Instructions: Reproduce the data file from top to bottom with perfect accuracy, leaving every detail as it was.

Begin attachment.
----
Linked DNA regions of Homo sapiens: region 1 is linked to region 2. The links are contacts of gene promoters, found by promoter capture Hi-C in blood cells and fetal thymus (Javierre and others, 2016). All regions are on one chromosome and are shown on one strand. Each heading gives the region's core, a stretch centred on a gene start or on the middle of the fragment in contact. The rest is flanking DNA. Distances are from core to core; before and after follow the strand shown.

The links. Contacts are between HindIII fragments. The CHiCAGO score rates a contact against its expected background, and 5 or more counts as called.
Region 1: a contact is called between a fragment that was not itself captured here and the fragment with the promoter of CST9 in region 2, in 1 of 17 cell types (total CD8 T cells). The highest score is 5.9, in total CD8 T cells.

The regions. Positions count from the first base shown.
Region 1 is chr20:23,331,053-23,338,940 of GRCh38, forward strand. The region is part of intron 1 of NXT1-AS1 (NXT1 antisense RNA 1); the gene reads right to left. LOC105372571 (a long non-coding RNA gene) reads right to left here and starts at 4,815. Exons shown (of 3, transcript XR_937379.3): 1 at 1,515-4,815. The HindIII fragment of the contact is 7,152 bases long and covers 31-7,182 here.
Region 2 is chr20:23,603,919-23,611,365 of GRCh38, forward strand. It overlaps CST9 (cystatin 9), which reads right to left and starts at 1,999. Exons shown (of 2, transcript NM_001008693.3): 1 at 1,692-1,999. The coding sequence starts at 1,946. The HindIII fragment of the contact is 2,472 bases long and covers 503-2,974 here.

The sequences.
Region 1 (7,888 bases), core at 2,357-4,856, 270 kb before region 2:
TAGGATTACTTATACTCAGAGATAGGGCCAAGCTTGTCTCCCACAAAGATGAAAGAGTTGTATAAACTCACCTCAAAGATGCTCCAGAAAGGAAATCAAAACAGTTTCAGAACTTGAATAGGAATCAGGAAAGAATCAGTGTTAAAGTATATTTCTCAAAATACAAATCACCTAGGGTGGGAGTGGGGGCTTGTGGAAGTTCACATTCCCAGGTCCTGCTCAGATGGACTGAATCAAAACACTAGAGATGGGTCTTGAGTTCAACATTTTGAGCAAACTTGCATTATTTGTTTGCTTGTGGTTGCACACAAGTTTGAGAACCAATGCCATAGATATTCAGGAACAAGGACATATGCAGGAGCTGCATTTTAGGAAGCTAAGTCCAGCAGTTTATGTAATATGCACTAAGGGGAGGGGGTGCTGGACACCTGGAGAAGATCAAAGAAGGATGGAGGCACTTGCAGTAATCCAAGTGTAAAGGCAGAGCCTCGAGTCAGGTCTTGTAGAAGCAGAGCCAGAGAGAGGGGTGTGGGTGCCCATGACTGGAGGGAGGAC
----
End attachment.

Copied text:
Linked DNA regions of Homo sapiens: region 1 is linked to region 2. The links are contacts of gene promoters, found by promoter capture Hi-C in blood cells and fetal thymus (Javierre and others, 2016). All regions are on one chromosome and are shown on one strand. Each heading gives the region's core, a stretch centred on a gene start or on the middle of the fragment in contact. The rest is flanking DNA. Distances are from core to core; before and after follow the strand shown.

The links. Contacts are between HindIII fragments. The CHiCAGO score rates a contact against its expected background, and 5 or more counts as called.
Region 1: a contact is called between a fragment that was not itself captured here and the fragment with the promoter of CST9 in region 2, in 1 of 17 cell types (total CD8 T cells). The highest score is 5.9, in total CD8 T cells.

The regions. Positions count from the first base shown.
Region 1 is chr20:23,331,053-23,338,940 of GRCh38, forward strand. The region is part of intron 1 of NXT1-AS1 (NXT1 antisense RNA 1); the gene reads right to left. LOC105372571 (a long non-coding RNA gene) reads right to left here and starts at 4,815. Exons shown (of 3, transcript XR_937379.3): 1 at 1,515-4,815. The HindIII fragment of the contact is 7,152 bases long and covers 31-7,182 here.
Region 2 is chr20:23,603,919-23,611,365 of GRCh38, forward strand. It overlaps CST9 (cystatin 9), which reads right to left and starts at 1,999. Exons shown (of 2, transcript NM_001008693.3): 1 at 1,692-1,999. The coding sequence starts at 1,946. The HindIII fragment of the contact is 2,472 bases long and covers 503-2,974 here.

The sequences.
Region 1 (7,888 bases), core at 2,357-4,856, 270 kb before region 2:
TAGGATTACTTATACTCAGAGATAGGGCCAAGCTTGTCTCCCACAAAGATGAAAGAGTTGTATAAACTCACCTCAAAGATGCTCCAGAAAGGAAATCAAAACAGTTTCAGAACTTGAATAGGAATCAGGAAAGAATCAGTGTTAAAGTATATTTCTCAAAATACAAATCACCTAGGGTGGGAGTGGGGGCTTGTGGAAGTTCACATTCCCAGGTCCTGCTCAGATGGACTGAATCAAAACACTAGAGATGGGTCTTGAGTTCAACATTTTGAGCAAACTTGCATTATTTGTTTGCTTGTGGTTGCACACAAGTTTGAGAACCAATGCCATAGATATTCAGGAACAAGGACATATGCAGGAGCTGCATTTTAGGAAGCTAAGTCCAGCAGTTTATGTAATATGCACTAAGGGGAGGGGGTGCTGGACACCTGGAGAAGATCAAAGAAGGATGGAGGCACTTGCAGTAATCCAAGTGTAAAGGCAGAGCCTCGAGTCAGGTCTTGTAGAAGCAGAGCCAGAGAGAGGGGTGTGGGTGCCCATGACTGGAGGGAGGAC